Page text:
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The CPA Profession

Chapter 2

2010 Prentice Hall Business Publishing, Auditing 13/e, Arens/Elder/Beasley

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Learning Objective 1
Describe the nature of CPA firms, what they do, and their structure.

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Certified Public Accounting Firms


The legal right to perform audits is granted to CPA firms by regulation of each state. CPA firms also provide many other services to their clients, such as tax and consulting services. CPAs continue to develop new products and services- such as financial planning, business valuation and information technology.
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Certified Public Accounting Firms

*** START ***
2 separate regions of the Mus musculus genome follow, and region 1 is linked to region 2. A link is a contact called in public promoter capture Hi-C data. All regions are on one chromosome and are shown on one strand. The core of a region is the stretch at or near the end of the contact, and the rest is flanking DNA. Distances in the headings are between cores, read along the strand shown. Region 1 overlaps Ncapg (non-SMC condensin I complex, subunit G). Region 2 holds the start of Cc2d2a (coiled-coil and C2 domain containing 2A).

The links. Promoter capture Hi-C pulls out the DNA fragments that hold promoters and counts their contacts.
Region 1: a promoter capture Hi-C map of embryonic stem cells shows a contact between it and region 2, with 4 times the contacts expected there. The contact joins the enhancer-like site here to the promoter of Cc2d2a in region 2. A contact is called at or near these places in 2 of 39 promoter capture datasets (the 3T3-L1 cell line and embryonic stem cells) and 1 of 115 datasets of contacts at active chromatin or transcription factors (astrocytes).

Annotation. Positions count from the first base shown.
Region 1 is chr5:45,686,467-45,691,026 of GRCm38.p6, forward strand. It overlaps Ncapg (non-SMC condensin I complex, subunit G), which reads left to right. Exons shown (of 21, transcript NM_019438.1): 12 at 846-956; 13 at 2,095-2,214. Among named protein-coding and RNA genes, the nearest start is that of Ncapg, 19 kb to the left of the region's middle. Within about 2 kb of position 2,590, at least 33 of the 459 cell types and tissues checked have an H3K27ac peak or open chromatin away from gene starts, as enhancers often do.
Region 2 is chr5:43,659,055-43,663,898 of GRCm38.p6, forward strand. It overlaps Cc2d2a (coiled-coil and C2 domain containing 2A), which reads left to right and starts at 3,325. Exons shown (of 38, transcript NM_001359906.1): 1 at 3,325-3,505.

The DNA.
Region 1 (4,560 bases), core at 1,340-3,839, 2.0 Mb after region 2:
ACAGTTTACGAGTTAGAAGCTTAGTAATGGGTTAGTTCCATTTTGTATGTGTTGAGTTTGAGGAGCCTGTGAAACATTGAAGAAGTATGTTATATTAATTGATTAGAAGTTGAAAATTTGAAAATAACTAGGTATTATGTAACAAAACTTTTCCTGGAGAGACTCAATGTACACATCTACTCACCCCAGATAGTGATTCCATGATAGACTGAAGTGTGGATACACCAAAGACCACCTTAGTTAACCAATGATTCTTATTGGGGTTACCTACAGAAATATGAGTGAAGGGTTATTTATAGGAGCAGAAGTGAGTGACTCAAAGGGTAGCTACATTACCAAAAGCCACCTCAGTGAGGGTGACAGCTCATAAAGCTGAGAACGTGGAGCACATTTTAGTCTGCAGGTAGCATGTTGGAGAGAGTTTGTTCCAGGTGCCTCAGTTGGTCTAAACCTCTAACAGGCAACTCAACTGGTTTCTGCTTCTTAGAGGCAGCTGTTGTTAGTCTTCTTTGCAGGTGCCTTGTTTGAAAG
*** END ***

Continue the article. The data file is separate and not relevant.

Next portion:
Big Four international firms

National firms
Regional and large local firms Small local firms

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Certified Public Accounting Firms


The four largest CPA firms in the United States are called the Big Four international CPA firms. These four firms have offices in most major cities in the United States and in many cities throughout the world.

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Activities of CPA Firms


Accounting and bookkeeping services Tax services Management consulting services

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Structure of CPA Firms


Three main factors influence the organizational structure of all firms: 1. The need for independence from clients. 2. The importance of a structure to encourage competence. 3. The increased litigation risk faced by auditors.

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Organizational Structure
Proprietorship Professional corporation

General partnership
Limited liability company General corporation Limited liability partnership